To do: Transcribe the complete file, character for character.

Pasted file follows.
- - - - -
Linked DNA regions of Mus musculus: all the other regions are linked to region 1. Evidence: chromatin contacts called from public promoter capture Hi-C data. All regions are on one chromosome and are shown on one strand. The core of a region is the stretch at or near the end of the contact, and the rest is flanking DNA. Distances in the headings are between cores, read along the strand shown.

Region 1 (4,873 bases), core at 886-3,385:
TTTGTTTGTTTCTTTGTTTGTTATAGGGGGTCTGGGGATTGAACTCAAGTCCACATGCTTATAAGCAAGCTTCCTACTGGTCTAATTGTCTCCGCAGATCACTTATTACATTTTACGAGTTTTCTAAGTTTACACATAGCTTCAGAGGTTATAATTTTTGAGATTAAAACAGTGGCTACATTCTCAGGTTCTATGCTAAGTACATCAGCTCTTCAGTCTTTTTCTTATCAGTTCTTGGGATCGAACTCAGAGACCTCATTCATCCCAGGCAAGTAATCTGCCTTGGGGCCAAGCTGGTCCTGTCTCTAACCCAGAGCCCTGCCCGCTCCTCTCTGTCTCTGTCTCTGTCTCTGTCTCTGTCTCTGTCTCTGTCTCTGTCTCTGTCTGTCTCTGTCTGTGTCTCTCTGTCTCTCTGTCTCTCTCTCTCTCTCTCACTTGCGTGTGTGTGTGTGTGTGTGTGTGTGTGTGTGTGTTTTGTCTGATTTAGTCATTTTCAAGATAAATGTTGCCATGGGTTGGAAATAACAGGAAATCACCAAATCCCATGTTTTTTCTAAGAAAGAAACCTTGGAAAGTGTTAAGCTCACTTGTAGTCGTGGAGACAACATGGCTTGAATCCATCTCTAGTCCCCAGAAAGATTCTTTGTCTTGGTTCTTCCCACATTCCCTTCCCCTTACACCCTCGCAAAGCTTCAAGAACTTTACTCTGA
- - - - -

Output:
Linked DNA regions of Mus musculus: all the other regions are linked to region 1. Evidence: chromatin contacts called from public promoter capture Hi-C data. All regions are on one chromosome and are shown on one strand. The core of a region is the stretch at or near the end of the contact, and the rest is flanking DNA. Distances in the headings are between cores, read along the strand shown.

Region 1 (4,873 bases), core at 886-3,385:
TTTGTTTGTTTCTTTGTTTGTTATAGGGGGTCTGGGGATTGAACTCAAGTCCACATGCTTATAAGCAAGCTTCCTACTGGTCTAATTGTCTCCGCAGATCACTTATTACATTTTACGAGTTTTCTAAGTTTACACATAGCTTCAGAGGTTATAATTTTTGAGATTAAAACAGTGGCTACATTCTCAGGTTCTATGCTAAGTACATCAGCTCTTCAGTCTTTTTCTTATCAGTTCTTGGGATCGAACTCAGAGACCTCATTCATCCCAGGCAAGTAATCTGCCTTGGGGCCAAGCTGGTCCTGTCTCTAACCCAGAGCCCTGCCCGCTCCTCTCTGTCTCTGTCTCTGTCTCTGTCTCTGTCTCTGTCTCTGTCTCTGTCTCTGTCTGTCTCTGTCTGTGTCTCTCTGTCTCTCTGTCTCTCTCTCTCTCTCTCACTTGCGTGTGTGTGTGTGTGTGTGTGTGTGTGTGTGTGTTTTGTCTGATTTAGTCATTTTCAAGATAAATGTTGCCATGGGTTGGAAATAACAGGAAATCACCAAATCCCATGTTTTTTCTAAGAAAGAAACCTTGGAAAGTGTTAAGCTCACTTGTAGTCGTGGAGACAACATGGCTTGAATCCATCTCTAGTCCCCAGAAAGATTCTTTGTCTTGGTTCTTCCCACATTCCCTTCCCCTTACACCCTCGCAAAGCTTCAAGAACTTTACTCTGA